Is there any way you could somehow come up with the cash to pay off the car loan? I would suggest doing this, and then outright selling the car to your friend with a payment plan established in writing.

I'm not sure how this works in Mississippi. In most states, the bank holds the title to the vehicle while there is a loan. In some states, the purchaser holds the actual title while the bank holds a document saying they have a loan on the car (here in Maryland this document is called a "Security Interest Filing") -- when the loan is paid off, the bank signs off on the SIF and you take that to Motor Vehicle to get a clear title.

Since you will be an individual (or a couple) holding the loan, I'm not entirely sure how this works -- consult with Mississippi DMV.
posted by tckma at 6:22 AM on August 20, 2014

"Am I crazy?"


I can't clang the bells loud enough. The liability here is HUGE. Your insurance company will be ridiculous to deal with, as in: your insurance company would drop you if they knew, they will not cover this!!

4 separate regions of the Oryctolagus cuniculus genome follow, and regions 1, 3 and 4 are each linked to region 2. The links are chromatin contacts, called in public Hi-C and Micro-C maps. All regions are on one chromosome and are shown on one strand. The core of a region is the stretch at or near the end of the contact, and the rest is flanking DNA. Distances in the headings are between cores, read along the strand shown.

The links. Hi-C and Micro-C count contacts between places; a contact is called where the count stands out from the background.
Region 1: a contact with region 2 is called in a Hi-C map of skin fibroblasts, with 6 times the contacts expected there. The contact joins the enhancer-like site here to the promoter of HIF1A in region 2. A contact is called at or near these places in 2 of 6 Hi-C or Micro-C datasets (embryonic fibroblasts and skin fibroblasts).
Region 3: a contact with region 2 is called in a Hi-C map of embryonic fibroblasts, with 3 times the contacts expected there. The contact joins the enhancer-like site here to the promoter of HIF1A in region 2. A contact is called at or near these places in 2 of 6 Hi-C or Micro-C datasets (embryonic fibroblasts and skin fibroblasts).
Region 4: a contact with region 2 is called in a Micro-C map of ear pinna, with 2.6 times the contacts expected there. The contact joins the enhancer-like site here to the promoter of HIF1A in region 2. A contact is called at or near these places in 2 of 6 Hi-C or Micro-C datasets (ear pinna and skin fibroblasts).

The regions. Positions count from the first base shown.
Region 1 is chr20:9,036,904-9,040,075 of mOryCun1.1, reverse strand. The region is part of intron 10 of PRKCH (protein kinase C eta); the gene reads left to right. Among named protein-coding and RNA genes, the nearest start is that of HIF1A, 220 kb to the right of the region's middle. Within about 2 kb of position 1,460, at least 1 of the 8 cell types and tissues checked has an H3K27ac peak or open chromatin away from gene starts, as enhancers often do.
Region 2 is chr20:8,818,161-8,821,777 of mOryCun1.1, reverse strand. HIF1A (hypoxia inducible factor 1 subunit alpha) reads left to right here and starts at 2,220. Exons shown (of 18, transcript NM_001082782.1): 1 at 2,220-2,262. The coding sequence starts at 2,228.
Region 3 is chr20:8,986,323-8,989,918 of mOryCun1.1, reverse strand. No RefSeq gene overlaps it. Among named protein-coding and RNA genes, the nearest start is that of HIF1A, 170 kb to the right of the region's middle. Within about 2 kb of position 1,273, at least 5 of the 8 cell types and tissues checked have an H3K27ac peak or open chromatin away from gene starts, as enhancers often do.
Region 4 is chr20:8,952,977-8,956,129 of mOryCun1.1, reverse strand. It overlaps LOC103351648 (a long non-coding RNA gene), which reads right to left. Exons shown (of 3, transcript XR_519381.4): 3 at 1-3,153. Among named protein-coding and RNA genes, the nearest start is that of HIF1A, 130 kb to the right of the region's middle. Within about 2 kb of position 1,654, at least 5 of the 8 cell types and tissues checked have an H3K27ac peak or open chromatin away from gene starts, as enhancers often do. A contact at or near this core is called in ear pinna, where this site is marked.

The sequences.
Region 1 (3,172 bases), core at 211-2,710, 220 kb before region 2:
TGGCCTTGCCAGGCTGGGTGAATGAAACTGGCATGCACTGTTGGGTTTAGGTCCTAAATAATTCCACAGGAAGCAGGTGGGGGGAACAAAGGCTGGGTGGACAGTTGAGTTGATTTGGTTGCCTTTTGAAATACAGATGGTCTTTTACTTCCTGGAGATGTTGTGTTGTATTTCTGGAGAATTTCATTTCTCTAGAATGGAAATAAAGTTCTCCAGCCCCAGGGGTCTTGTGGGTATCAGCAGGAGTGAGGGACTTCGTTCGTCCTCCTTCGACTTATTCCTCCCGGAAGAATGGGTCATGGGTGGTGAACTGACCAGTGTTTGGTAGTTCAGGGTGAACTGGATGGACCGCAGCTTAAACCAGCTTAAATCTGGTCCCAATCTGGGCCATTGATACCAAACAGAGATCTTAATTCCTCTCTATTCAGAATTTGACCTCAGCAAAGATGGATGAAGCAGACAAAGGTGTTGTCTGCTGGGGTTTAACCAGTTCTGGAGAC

Sell the car outright. Take the loss if there is one. It is soooo much easier than anything else that could happen. *shudders*
posted by jbenben at 7:44 AM on August 20, 2014 [2 favorites]

Do NOT do it the way you're thinking of. They need to apply for a loan of their own. Then they use that loan to pay off your loan and the title will transfer to them and their lender. When I bought a car like this it was extra simple because I got my loan from the same credit union the seller had his loan at. So the process involved me filling out the loan paperwork to get pre-approved for a $10,000 loan a week before I wanted to buy the car. Then the owner and I scheduled an appointment to go to the bank together and sat there while the loan officer did her thing to close his loan and open mine. We signed a bunch of paperwork, I started my loan payments, and he handed over the keys. The credit union handled the process of transferring the title to mine + their name and when I finished my payments five years later I owned the car.
posted by MsMolly at 4:47 PM on August 20, 2014

Response by poster: Going with the unanimous consensus here, this is a no go. Thanks hivemind.
posted by anansi at 6:48 PM on August 21, 2014